Scores fill Adams City Hall to hear Mayo Clinic’s plans

Published 8:04 pm Wednesday, August 16, 2017

By Deb Nicklay, Austin Daily Herald

ADAMS — There was no mention of closing the Mayo Clinic Health System clinic in Adams during a community meeting Tuesday — but it doesn’t mean the make-up of the clinic might not change in the future, officials said.

A physician and nursing shortage, combined with growing baby boomer numbers, have combined to put pressure on rural health care and its ability to deliver quality care, Mayo Clinic Health System officials told the standing room-only crowd.

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As a result, said Dr. Annie Sadosty, the regional vice president of the southeast Minnesota clinic operations, officials are looking for ways to partner with small communities and identify priority services.

“Our goal here tonight is to initiate the conversation,” she said.

Adams residents flocked to City Hall wanting to hear about the future of the clinic. Rumors had been circulating Mayo had plans to close the clinic. The overflow crowd tried to squeeze into the room, but many ended up leaving due to lack of space to either sit or stand.

On hand was Adams Mayor Nancy Thalberg; Sadosty; Dr. Brian Bunkers, a family physician who is head of operations for Mayo Clinic Health System in Owatonna and Faribault; Tricia Dahl, Mayo Clinic operations administrator; and Joan Gorden, Mayo’s public affairs manager for the southeast Minnesota region.

Sadosty and Bunkers outlined the challenges facing not only Mayo, but health care nationally, which the Association of American Medical Colleges said will be short between 40,800 to 104,900 in primary care and specialty doctors by 2030.

The officials said a number of factors have combined to create the shortages. Sadosty said small town family practitioners, such as the late Richard Schindler who worked in the Adams clinic, “are exceedingly hard to find.” That shortage in small town clinics also affects care given in community nursing homes, they said.

But this era’s medical school graduates are different from earlier generations.

The new generation of medical students are saddled with higher debt than their generational predecessors, would like to live in more urban areas and would rather work in a style more collaborative with other providers, rather than working as a single provider. Each graduate, they said, normally receives between 50 to 100 job offers.

Those qualities make “finding small town physicians exceeding hard,” Sadosty said.

That fact, she added, made it impossible for her to guarantee after current staff retires, they would be replaced with another physician who wants to work exclusively in Adams.

“I can’t promise that; that would be disingenuous,” she said. There are already clinics without community-bound physicians who rotate in and out of other small town Mayo-served clinics.

Providing incentives to students going to medical school — such as payment for a portion of tuition in exchange of staying in the area for a certain length of time — are effective, “but not the only answer,” Bunkers said. Laws regulating non-profit institutions restrict those kinds of financial arrangements, he said.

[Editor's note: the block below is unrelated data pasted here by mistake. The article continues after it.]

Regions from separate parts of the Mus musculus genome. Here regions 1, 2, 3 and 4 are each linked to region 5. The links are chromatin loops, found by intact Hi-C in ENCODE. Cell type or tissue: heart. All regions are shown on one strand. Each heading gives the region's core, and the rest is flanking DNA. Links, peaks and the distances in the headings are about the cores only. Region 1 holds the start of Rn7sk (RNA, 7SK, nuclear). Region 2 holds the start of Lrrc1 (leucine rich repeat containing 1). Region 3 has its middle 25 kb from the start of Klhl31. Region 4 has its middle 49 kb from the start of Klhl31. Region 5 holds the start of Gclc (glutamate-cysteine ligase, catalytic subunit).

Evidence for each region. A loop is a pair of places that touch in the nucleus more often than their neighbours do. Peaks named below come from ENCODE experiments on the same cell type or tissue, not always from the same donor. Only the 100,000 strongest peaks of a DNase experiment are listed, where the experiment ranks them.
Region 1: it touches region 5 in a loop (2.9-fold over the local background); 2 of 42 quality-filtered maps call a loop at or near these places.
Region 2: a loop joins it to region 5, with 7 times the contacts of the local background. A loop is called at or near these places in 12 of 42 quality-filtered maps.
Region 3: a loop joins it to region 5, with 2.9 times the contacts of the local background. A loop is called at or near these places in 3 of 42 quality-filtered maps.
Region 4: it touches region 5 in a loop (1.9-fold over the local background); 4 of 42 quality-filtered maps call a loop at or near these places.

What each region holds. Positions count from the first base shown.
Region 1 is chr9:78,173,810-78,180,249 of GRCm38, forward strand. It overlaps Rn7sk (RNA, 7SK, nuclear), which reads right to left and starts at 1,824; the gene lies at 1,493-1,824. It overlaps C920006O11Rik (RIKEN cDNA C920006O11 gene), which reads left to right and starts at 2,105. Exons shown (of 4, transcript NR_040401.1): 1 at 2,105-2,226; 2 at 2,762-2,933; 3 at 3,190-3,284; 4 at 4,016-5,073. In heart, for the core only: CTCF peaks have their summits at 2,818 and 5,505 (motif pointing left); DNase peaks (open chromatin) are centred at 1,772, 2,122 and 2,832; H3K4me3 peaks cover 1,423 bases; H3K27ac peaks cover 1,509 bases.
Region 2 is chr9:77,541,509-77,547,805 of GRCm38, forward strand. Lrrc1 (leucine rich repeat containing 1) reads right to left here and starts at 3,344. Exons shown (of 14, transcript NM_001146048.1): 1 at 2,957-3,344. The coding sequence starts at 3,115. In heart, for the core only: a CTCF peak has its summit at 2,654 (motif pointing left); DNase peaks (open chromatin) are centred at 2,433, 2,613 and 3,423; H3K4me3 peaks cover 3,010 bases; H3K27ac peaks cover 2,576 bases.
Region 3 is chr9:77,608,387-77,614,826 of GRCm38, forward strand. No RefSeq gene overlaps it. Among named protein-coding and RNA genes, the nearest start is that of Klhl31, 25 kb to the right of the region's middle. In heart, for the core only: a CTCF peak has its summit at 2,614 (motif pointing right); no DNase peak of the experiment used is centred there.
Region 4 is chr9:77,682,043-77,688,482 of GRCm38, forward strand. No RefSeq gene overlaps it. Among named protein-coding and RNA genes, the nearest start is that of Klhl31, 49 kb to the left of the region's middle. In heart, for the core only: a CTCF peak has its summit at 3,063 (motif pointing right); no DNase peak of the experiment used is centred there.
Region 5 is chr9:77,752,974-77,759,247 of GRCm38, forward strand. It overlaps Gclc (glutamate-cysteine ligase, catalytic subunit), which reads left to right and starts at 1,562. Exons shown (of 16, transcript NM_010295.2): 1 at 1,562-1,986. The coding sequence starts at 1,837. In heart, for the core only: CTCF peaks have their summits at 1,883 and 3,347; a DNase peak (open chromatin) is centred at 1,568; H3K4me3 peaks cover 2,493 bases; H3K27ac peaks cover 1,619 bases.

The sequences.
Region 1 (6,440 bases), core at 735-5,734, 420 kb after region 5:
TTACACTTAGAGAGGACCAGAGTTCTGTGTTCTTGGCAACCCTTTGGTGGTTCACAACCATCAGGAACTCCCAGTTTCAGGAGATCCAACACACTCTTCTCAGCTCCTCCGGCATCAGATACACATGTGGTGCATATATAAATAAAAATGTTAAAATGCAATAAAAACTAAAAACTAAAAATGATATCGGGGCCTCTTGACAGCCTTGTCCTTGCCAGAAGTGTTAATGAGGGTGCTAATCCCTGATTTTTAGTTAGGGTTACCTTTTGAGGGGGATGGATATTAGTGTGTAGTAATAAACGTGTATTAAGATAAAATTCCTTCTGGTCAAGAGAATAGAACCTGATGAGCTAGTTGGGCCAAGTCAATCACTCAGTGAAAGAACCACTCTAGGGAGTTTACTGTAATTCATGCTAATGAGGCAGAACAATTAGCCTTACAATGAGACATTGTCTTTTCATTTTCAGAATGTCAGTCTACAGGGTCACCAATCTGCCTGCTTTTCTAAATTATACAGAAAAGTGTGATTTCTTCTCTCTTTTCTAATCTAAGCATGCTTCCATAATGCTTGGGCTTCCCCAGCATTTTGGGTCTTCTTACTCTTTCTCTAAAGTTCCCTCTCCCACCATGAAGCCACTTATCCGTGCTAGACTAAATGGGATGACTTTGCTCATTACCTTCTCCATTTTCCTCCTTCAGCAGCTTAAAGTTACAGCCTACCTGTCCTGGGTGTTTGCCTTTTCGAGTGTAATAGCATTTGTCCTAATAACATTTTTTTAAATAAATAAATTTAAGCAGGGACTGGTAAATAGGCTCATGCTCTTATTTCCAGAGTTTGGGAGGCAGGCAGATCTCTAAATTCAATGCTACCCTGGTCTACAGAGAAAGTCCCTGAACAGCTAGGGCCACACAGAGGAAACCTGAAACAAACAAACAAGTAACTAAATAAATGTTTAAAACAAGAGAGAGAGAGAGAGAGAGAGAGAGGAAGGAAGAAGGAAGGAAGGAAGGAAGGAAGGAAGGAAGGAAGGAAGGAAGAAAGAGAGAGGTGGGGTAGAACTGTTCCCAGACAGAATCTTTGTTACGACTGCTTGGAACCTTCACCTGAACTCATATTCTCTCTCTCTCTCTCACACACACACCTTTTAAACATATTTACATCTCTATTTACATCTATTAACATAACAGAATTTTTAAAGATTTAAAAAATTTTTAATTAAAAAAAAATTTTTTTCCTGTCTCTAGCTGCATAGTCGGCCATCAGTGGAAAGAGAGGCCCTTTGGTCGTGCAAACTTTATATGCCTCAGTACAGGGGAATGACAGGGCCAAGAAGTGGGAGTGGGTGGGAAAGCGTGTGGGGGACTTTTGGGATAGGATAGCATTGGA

The shortage is being felt in larger operations as well. The Austin center, Bunkers said, will be short four physicians by the end of the year.

The solution to some of the issues will come with a multi-pronged approach. In addition to the rotation of physicians, Mayo has doubled the size of its medical school to prepare more physicians for the future.

Technology is being utilized to help address the issue. For instance, some 14 conditions are addressed via the internet through its Express Care Online site, allowing patients to find treatment without having to travel to a clinic. Such conditions range from influenza and sore throats to urinary tract infections and sinusitis.

Other care is being delivered long-distance, Bunkers said. He outlined an example of a patient with congestive heart failure whose condition is monitored remotely.

Audience members seemed to understand the issues, and wanted to know what community members could do to bolster its ability to draw doctors. Members cited the community emphasis on wellness, the nearby Shooting Star bike trail, golf course, fitness center, swimming pool and good schools. Communities can also encourage local students to come back to the community after medical school.

Still, Bunkers said, competing influences make attracting physicians difficult. It is a situation that is happening all over the U.S.

“As a country, we will have to decide how we’re going to take care of people in our rural areas,” he said.

Thalberg said she was happy with the meeting and feedback from the community was positive.

“I think they were honest with us about what could be down the road, and the overall shortage of doctors,” she said. “People weren’t contentious. I think if they educate us about what is happening, people will listen.”